Reform on Campus (ROC)… Reform for Life
by Steven Portnoy
For five years–the last two as chair–I have had the privilege and honor of serving on MRJ’s Reform On Campus (ROC) committee. Let me start by giving you a little background about MRJ, of which ROC is a part. Now almost 90 years old, MRJ began as the North American Federation of Temple Brotherhoods. In 2007 we became Men of Reform Judaism, a name that reflects the changes that have occurred in the organization during the last 85 years.
In the 1990s MRJ began the Reform On Campus initiative, which for almost 20 years, has succeeded in keeping Reform Jewish college students in touch with each other and their heritage while on campus. These activities support ROC’s mission statement: “To assist students in creating meaningful Reform Jewish experiences on campus that will lead them to being active and involved Reform Jews for life.”
Through grant awards totaling more than $500,000, ROC has supported nearly 2000 different college programs on campuses throughout North America and around the world. Working under the assumption that 20 students on average attend each program, 40,000 college students have attended ROC-sponsored events during the last two decades.
During the academic year just ended, ROC awarded 17 grants on campusesfrom California to Jerusalem and from Massachusetts to Michigan to NorthCarolina. These funds supported High Holy Day services, a filmscreening of “The Boy in the Striped Pajamas,” A Midrash and a Mealevent, and a Debbie Friedman Memorial Campfire.
A few more examples…
With funding from ROC, Emerson College willsponsor a series of events about Reform Jewish life. According to theschool’s proposal, “The first event [will] deal with the personal lifeof a Reform Jew and the second [will] deal with the religious life of aReform Jew. Together, these events [will] show that living life as aReform Jew is not just about the religious aspects and it is not justabout one’s personal life; being a Reform Jew encompasses everything inbetween.”
Hillel at SUNY Albany recently held a fashion show, “A Cure on theCatwalk,” to raise money for Sharsheret. This New Jersey-basedorganization provides services and support to Jewish women who have beendiagnosed with breast cancer or are at increased genetic risk for thedisease. As a follow-up to the fashion show, Hillel will sell thefeatured clothing, along with clothing donated by the students, with allproceeds being donated to Sharsheret. Any clothing that is not soldwill be donated to the Bethesda House of Schenectady.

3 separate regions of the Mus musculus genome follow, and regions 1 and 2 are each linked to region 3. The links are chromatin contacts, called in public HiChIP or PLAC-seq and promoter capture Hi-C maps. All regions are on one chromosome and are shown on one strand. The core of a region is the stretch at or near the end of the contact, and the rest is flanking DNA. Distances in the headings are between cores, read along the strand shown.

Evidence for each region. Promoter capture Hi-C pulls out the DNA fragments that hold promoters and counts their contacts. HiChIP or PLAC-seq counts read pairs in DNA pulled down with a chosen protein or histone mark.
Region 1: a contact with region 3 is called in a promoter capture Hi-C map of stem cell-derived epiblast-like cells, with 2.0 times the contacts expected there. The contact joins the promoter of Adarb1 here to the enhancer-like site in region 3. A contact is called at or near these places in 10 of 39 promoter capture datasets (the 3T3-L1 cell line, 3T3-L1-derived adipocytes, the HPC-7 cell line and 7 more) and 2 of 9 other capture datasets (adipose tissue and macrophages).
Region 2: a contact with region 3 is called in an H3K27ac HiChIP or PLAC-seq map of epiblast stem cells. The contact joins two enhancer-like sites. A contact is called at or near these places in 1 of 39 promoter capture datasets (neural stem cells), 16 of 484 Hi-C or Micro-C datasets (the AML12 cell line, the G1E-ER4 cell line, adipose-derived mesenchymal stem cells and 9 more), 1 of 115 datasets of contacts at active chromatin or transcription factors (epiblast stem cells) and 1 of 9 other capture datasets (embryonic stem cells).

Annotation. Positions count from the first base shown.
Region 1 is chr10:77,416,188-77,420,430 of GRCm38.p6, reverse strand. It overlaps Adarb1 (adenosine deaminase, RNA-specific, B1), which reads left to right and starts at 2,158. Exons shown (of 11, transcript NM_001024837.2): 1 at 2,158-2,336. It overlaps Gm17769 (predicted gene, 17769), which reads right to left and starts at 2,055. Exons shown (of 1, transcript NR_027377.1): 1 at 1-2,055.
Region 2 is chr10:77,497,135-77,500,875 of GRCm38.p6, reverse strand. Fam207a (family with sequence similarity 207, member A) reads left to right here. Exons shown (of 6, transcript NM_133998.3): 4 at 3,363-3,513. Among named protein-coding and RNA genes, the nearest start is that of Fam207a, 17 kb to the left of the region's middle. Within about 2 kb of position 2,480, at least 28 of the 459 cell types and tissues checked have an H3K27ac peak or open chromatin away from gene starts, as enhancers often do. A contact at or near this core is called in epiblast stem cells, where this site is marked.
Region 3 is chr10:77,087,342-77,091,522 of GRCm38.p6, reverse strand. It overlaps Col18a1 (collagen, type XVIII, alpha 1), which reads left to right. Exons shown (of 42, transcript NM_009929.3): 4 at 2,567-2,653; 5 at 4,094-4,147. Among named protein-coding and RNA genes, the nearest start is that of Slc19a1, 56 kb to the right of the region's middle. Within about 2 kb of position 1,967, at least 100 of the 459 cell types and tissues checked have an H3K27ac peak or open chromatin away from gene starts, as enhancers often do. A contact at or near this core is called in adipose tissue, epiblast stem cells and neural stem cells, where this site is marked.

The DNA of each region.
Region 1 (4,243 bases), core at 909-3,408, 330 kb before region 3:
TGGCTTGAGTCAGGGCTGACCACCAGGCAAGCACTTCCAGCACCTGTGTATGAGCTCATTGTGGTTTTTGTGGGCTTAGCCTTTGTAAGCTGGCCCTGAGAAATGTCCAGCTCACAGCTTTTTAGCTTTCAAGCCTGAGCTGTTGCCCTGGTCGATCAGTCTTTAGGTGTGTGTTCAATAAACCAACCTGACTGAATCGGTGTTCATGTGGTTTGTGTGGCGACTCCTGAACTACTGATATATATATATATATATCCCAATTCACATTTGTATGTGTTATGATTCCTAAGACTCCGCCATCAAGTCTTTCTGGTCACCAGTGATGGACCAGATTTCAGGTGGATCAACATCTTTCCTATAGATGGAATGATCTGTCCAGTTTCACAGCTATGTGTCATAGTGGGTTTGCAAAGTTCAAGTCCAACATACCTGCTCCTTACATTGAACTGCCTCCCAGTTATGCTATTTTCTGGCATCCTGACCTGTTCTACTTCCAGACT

Jewish leaders at Kent State University, in anapplication for ROC funding, wrote: “The Debbie Friedman Memorialcampfire slips seamlessly into our programming calendar, whichemphasizes pluralistic Jewish learnings. In the past, we have had aChabad rabbi teach our students how to make and press olive oil, we’vehad an Orthodox educator teach students about “Kosher Sex,” and ourSenior Jewish Educator is a non-denominational rabbi who leads Jewishlearnings on a regular basis. The Debbie Friedman Memorial campfire willbe an excellent chance to add the Reform voice and soul to our ongoingJewish conversation. If, by chance, April 11th brings rain, we have alarge indoor fireplace that can substitute for our outdoor fire pit.”
Perhaps the best testimonial about the value of the initiatives made possible by ROC comes from Rabbi Benjamin J. Zeidman of Congregation Emanu-El in New York City, whowrites “When I was in college at Michigan State Ibegan a havdalah program with a ROC grant (which seemingly still existstoday, thanks to ROC). When I was at HUC inJerusalem I began an HUC Outreach initiative with a ROC grant and thatstill exists today too. Both were transformative to me in my life, andwithout the ROC grant program, neither could have happened.” Thank YOUfor helping me to begin to repay that program.”
If elements of Reform Judaism and a college campus are involved, chancesare ROC has played a part. Learn more about ROC on the URJ website.
Steve Portnoy is chair of the Reform on Campus committee of Men of Reform Judaism.